Lately.

    • #8
    • April 5, 2011, at 6:32 AM PDT
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  9. John Marzan Inactive

    re Rodman, the guy averaged 15+rebounds for many consecutive years. and was defensive player of the year twice IIRC. (Kevin Love is averaging 15+Reb on a very bad team. he may be a good spot up shooter, but that’s it. love gets his shot blocked a lot inside)

    Sabonis was in his 30’s when he finally made it to the NBA. It was his intl career that was very impressive.

    • #9
    • April 5, 2011, at 7:34 AM PDT
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  10. Bill Walsh Member
    Bill Walsh Joined in the first year of Ricochet Ricochet Charter Member

    If Rodman had ever learned to hit an open 12-foot jump-shot, he’d have been a monster. His defensive game and his positioning on rebounds at both ends of the court were a thing of beauty. And on that 72-win Bulls team, he was incredibly valuable (his then-obvious insanity kept in check by the more ferocious and focused madman, Michael Jordan). HOF? I think so. I think he’s like a brilliant-fielding, weak hitting shortstop or a great interior lineman. His game wasn’t completely brilliant, but he dominated the best players in the game in facets at which he excelled.

    • #10
    • April 5, 2011, at 9:50 AM PDT
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  11. John Marzan Inactive
    Bill Walsh: If Rodman had ever learned to hit an open 12-foot jump-shot, he’d have been a monster.

    he had a good shot selection and was a great finisher around the basket though.

    • #11
    • April 5, 2011, at 11:11 AM PDT
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  12. Elizabeth Dunn Inactive

    Bill Walsh,

    Thanks for the spot on analysis!

    • #12
    • April 5, 2011, at 11:11 AM PDT
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  13. John Marzan Inactive

    Artis Gilmore, about time!

    • #13
    • April 5, 2011, at 11:16 AM PDT
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  14. Bill Walsh Member
    Bill Walsh Joined in the first year of Ricochet Ricochet Charter Member
    John Marzan
    Bill Walsh: If Rodman had ever learned to hit an open 12-foot jump-shot, he’d have been a monster.

    he had a good shot selection and was a great finisher around the basket though. · Apr 4 at 11:11pm

    We don’t disagree. But he’d get a lot of open looks (because of his brilliant positional sense—and probably the other team’s slight regard for him as an offensive threat), and then, when he’d take the “you gotta shoot that” shot, he’d lay a lot of bricks. Occasionally when he’d get a hot hand and score 10 or 15, it’d change the whole complexion of the offense, because suddenly the D would have to account for him (and if he wanted to, he could get open—especially around the basket, as you say).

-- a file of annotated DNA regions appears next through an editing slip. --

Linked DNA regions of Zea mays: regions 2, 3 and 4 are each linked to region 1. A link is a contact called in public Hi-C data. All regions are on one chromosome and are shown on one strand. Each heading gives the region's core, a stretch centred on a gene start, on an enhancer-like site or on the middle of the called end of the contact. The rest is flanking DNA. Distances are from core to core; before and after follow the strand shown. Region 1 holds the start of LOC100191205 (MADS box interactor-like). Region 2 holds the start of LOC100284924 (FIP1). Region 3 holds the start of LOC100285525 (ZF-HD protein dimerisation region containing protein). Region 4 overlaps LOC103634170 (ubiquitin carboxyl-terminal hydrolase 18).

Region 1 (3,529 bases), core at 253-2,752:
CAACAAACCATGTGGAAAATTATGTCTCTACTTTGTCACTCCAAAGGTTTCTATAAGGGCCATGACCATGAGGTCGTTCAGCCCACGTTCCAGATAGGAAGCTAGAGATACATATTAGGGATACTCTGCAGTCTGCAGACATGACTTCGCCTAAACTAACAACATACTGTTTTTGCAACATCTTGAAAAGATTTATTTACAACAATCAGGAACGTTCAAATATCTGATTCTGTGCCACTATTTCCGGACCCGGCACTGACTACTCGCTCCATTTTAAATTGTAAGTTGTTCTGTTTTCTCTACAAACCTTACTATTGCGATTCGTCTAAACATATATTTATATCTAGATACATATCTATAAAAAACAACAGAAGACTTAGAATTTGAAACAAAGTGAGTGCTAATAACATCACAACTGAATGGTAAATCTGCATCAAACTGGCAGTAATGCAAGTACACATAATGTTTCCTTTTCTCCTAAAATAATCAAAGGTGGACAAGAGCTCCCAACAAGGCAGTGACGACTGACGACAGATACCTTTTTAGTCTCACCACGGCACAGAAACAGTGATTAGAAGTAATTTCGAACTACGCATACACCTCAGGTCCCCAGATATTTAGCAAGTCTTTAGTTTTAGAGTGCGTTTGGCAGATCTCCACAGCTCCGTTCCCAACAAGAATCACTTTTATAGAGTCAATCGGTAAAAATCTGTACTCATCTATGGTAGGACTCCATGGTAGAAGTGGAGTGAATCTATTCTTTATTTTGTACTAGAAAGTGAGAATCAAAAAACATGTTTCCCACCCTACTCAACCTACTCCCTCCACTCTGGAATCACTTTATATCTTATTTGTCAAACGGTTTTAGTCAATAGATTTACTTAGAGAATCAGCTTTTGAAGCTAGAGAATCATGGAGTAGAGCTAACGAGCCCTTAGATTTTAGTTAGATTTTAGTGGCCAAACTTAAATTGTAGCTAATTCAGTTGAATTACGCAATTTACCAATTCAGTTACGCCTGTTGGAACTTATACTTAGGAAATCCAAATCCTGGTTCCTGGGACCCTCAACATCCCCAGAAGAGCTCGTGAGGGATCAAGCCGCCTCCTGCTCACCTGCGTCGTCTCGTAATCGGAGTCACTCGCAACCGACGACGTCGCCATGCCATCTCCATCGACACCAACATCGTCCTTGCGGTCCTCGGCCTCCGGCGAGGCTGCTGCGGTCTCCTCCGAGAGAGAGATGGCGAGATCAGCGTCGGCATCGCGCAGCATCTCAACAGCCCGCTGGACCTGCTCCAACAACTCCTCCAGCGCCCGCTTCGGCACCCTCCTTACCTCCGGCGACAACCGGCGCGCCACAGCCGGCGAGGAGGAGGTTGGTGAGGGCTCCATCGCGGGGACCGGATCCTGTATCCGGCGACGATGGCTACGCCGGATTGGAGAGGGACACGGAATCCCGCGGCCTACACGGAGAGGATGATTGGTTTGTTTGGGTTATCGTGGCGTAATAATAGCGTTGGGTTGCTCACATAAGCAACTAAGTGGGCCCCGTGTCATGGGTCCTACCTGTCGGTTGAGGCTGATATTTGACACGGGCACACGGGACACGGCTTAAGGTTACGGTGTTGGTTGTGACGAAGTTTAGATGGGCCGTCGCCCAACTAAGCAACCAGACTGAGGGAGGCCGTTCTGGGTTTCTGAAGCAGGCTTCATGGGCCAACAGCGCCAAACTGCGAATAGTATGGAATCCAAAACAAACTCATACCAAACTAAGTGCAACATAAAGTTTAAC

• #14
    • April 5, 2011, at 11:28 AM PDT
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  15. Bill Walsh Member
    Bill Walsh Joined in the first year of Ricochet Ricochet Charter Member
    Elizabeth Dunn: Bill Walsh,

    Thanks for the spot on analysis! · Apr 4 at 11:11pm

    Thanks. I blush.

    • #15
    • April 5, 2011, at 11:30 AM PDT
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  16. The Great Adventure! Inactive
    The Great Adventure! Joined in the first year of Ricochet Ricochet Charter Member

    Sabonis? Really? The guy was just one of a long line of injury prone centers for the Blazers (Walton, Bowie, Oden, to name a few). Bill Walton was the only one of that group that I would say did enough in his career to warrant HOF induction. Sabonis was an uncanny outlet passer, but beyond that there wasn’t much.

    BUT – If you’re going to induct him, I don’t see how you could not induct Rodman.

    • #16
    • April 5, 2011, at 12:31 PM PDT
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  17. Standfast Inactive

    Rodman in the Hall of Fame? Just another reason why I no longer follow or care about the NBA.

    Chick Hearn’s death ended an era of great play by play announcers. Kobegate proved that most NBA players are not good role models. Why should I support that kind of lifestyle with my money?

    • #17
    • April 5, 2011, at 12:37 PM PDT
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  18. Vance Richards Member
    Vance Richards Joined in the first year of Ricochet Ricochet Charter Member

    Without Rodman pounding the boards, the Pistons never would have won those titles (the Bulls would have won with or without him). Of course, if the Pistons never won a championship then the Knicks never would have wasted their time with Isaiah Thomas . . .so in a way Rodman did more harm then good for us Knick fans.

    • #18
    • April 6, 2011, at 3:36 AM PDT
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  19. Elizabeth Dunn Inactive
    Vance Richards: Of course, if the Pistons never won a championship then the Knicks never would have wasted their time with Isaiah Thomas . . .so in a way Rodman did more harm then good for us Knick fans. · Apr 5 at 3:36pm

    Much to my chagrin, have to agree the Thomas- Dolan family “merger” was a toxic one, indeed. Too bad… Isaiah was an awfully exciting guard to watch in his day, but we musn’t blame the Worm!

    • #19
    • April 6, 2011, at 3:50 AM PDT